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Publication numberUS3667735 A
Publication typeGrant
Publication dateJun 6, 1972
Filing dateJun 3, 1970
Priority dateJun 3, 1970
Publication numberUS 3667735 A, US 3667735A, US-A-3667735, US3667735 A, US3667735A
InventorsHood Maxwell G
Original AssigneeFowler Rex Pty Ltd
Export CitationBiBTeX, EndNote, RefMan
External Links: USPTO, USPTO Assignment, Espacenet
Centrifugal cement slurry mixer
US 3667735 A
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Description  (OCR text may contain errors)

June 6, 1972 M. G. HOOD CENTRIFUGAL CEMENT SLURRY MIXER 3 Sheets-Sheet 1 Filed June 5, 1970 June 6, 1972 M. G. HOOD 3,667,735

GENTRIFUGAL CEMENT SLURRY MIXER Filed June {5, 1970 3 Sheets-Sheet 2 June 6, 1972 M. G. HOOD CENTRIFUGAL CEMENT SLURRY MIXER 3 Sheets-Sheet 5 Filed June 5, 1970 Fig.4.

United States Patent 3,667,735 CENTRIFUGAL CEMENT SLURRY MIXER Maxwell G. Hood ,St. Ives, New South Wales, Australia, assignor to Fowler Rex Pty. Limited, Brookvale, New South Wales, Australia Filed June 3, 1970, Ser. No. 43,002 Int. Cl. B28c /06 US. Cl. 259-151 5 Claims ABSTRACT OF THE DISCLOSURE An apparatus for mixing cement-water slurry in which a tank having an annular mixing chamber is disposed about a core and a flexible hollow cylinder mounted above the core has flexible walls for the introduction of pulsating air into it. Tangentially located nozzles admit water to the upper part of the chamber. Cement is also introduced into the upper region of the chamber near the flexible pulsating wall. The slurry mixed in the chamber is recirculated from a suction outlet near the bottom of the chamber to an intermediate level via a. valve which can deliver water alone or slurry from within the chamber or slurry from the suction outlet.

This invention relates to a method and apparatus for mixing, and will be described more particularly herein with reference to a centrifugal type mixer for substances such as cement slurry.

It is an object of the invention to provide a mixer of the above kind, adapted to mix portland or other cement with water to form a slurry as an aid towards the more etficient and economical mixing of concrete. The invention is, however, applicable to the mixing of other powdered materials with water or other liquids to a consistency capable of being transmitted by a centrifugal pump.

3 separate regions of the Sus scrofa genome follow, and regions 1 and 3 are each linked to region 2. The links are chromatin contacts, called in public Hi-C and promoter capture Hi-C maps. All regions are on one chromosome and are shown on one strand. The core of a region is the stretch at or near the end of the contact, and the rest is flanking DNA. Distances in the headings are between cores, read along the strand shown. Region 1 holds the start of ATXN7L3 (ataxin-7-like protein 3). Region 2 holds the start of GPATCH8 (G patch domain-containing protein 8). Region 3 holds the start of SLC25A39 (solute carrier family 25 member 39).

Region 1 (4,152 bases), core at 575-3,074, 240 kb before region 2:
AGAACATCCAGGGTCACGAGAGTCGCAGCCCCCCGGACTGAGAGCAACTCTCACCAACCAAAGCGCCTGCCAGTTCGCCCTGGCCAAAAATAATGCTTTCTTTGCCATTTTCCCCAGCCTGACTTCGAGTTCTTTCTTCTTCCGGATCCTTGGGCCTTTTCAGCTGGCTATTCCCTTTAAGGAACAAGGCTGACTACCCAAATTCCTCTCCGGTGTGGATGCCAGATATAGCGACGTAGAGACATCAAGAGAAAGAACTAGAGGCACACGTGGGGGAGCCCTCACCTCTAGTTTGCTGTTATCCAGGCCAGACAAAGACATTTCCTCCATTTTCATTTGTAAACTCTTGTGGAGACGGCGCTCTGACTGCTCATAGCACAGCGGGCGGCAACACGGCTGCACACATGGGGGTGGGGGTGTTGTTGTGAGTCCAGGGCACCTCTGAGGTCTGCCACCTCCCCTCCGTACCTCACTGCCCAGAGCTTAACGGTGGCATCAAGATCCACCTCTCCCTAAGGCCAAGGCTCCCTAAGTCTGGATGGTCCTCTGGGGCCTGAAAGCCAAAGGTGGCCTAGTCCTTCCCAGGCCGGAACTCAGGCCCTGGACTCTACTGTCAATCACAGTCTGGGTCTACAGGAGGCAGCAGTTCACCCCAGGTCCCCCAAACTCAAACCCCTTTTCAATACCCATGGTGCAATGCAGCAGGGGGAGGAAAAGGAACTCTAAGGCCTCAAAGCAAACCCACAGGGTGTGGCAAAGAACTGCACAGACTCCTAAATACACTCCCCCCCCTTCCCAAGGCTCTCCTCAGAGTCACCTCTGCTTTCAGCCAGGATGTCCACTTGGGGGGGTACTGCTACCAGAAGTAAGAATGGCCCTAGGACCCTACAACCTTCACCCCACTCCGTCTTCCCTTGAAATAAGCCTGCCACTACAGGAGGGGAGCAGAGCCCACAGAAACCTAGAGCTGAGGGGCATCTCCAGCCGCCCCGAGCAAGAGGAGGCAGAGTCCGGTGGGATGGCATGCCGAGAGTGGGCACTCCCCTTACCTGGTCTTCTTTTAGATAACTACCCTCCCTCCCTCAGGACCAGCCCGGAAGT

It is a problem when introducing cement into mixers such as the mobile mixers habitually mounted on trucks or other vehicles, to simultaneously introduce said cement together with line and coarse aggregate and with water. This is due to a tendency for the agglomeration of cement particles, and even after prolonged mixing a significant percentage of these particles remain stuck together so that the inner ones are kept out of contact with the water, and hence not hydrated. This lowers the strength of the resulting concrete below the level which it would possess if all such particles were hydrated.

Furthermore, the feeding of large volumes of dry cement and aggregate into truck mixers through a comparatively small charging opening results in a rush of air out of the drum opening as it is displaced from the mixer drum by the incoming ingredients. The velocity and amount of escaping air is suflicient to carry out significant quantities of cement resulting in a dust problem and significant cement loss.

In an effort to keep the dust problem and cement losses to a minimum, it is often necessary to reduce the rate of charging of truck mixers, thus increasing the duration of the charging times.

3,667,735 Patented June 6, 1972 ice fed into the truck mixer simultaneously with fine and coarse aggregate which has been proportioned in a separate weight-batching system.

One embodiment of the invention will now be described with reference to the accompanying drawings in which similar references indicate corresponding parts, and in which:

FIG. 1 shows a slurry mixer in front elevation,

FIG. 2 shows, in plan view, the apparatus of FIG. 1,

FIG. 3 shows, in elevation and partly in section, a View along the line 33' of FIG. 2, and

FIG. 4 shows, in side elevation and partly in section, a view along the line 4-4 of FIG. 1,

Upon referring to the drawings it will be seen that a tank 1 is provided with an annular mixing chamber 2 disposed around an inner core 3 above which is mounted a hollow upper cylinder 4 having flexible walls. Dry cement is admitted via supply tube 5 on to plate 9 which is simultaneously swept by water initially and later by liquid cement slurry from nozzle 10 from the pipe 11 via a 3-way valve 28 and the pump 13 which is in turn operated by a suitable motor such as 14.

The flexible walls of the upper cylinder 4 are expanded and contracted by regulated compressed air supplied by a suitable pulsating device via tube 7. The flexible walls are pulsated for the purpose of preventing cement build up due to splash of cement which occurs as cement is swept off plate 9.